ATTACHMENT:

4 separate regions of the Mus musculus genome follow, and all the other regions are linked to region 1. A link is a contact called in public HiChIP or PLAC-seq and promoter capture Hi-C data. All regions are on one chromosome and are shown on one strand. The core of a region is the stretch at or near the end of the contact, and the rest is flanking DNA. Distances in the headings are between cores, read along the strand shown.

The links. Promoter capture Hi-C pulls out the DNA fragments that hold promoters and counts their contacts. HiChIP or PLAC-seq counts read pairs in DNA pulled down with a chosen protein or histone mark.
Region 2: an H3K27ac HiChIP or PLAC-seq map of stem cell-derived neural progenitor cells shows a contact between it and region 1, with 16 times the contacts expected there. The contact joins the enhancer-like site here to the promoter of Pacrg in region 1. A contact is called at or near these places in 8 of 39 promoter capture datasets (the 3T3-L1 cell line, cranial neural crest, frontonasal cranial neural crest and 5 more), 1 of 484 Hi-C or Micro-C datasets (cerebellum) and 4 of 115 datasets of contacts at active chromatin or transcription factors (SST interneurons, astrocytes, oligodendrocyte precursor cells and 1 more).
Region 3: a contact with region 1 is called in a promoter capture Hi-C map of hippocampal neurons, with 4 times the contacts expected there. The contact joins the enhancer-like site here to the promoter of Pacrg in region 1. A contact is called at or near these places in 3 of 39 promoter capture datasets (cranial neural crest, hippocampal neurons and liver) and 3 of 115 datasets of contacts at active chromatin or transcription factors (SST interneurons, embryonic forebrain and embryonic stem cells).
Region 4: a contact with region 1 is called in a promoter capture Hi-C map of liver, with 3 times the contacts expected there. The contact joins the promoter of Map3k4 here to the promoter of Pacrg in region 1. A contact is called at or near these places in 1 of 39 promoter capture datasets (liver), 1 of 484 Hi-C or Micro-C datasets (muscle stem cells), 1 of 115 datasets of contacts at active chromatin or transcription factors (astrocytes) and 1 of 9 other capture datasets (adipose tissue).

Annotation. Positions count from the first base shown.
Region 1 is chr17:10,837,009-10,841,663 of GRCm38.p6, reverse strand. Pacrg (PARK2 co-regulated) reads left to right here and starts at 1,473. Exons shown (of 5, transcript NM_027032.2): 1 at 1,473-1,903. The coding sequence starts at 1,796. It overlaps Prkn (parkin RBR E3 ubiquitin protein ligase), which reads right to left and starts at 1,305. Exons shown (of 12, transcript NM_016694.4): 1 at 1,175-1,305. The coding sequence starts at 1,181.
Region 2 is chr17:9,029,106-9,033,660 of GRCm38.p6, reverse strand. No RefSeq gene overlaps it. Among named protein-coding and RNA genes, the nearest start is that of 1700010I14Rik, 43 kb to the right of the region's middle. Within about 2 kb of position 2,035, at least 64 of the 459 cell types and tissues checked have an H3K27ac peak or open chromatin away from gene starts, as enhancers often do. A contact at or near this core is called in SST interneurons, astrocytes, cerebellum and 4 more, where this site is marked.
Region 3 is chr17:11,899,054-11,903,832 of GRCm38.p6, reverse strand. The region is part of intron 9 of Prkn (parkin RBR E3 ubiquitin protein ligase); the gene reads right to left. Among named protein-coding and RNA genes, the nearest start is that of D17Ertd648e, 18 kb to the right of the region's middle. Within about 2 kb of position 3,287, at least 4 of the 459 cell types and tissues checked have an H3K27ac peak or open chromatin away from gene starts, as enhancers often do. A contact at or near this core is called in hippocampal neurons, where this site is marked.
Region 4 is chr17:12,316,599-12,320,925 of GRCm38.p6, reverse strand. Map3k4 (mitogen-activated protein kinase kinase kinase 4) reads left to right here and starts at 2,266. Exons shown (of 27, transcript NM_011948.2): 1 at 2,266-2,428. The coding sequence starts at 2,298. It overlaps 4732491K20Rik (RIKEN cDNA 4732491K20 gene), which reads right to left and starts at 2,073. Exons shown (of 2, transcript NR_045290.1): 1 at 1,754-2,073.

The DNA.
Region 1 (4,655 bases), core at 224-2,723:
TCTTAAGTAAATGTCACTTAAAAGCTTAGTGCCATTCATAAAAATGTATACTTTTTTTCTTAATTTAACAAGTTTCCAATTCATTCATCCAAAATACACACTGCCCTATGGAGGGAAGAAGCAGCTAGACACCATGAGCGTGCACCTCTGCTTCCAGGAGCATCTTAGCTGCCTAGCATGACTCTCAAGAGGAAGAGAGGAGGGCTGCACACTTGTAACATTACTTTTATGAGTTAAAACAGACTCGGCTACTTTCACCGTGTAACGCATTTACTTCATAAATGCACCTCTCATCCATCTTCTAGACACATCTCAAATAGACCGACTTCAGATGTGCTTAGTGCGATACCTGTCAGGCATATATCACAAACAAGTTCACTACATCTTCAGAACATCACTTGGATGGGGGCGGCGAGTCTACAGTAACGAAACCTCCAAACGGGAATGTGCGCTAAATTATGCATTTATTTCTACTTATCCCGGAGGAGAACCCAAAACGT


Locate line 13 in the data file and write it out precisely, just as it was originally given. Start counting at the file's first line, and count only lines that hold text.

TCTTAAGTAAATGTCACTTAAAAGCTTAGTGCCATTCATAAAAATGTATACTTTTTTTCTTAATTTAACAAGTTTCCAATTCATTCATCCAAAATACACACTGCCCTATGGAGGGAAGAAGCAGCTAGACACCATGAGCGTGCACCTCTGCTTCCAGGAGCATCTTAGCTGCCTAGCATGACTCTCAAGAGGAAGAGAGGAGGGCTGCACACTTGTAACATTACTTTTATGAGTTAAAACAGACTCGGCTACTTTCACCGTGTAACGCATTTACTTCATAAATGCACCTCTCATCCATCTTCTAGACACATCTCAAATAGACCGACTTCAGATGTGCTTAGTGCGATACCTGTCAGGCATATATCACAAACAAGTTCACTACATCTTCAGAACATCACTTGGATGGGGGCGGCGAGTCTACAGTAACGAAACCTCCAAACGGGAATGTGCGCTAAATTATGCATTTATTTCTACTTATCCCGGAGGAGAACCCAAAACGT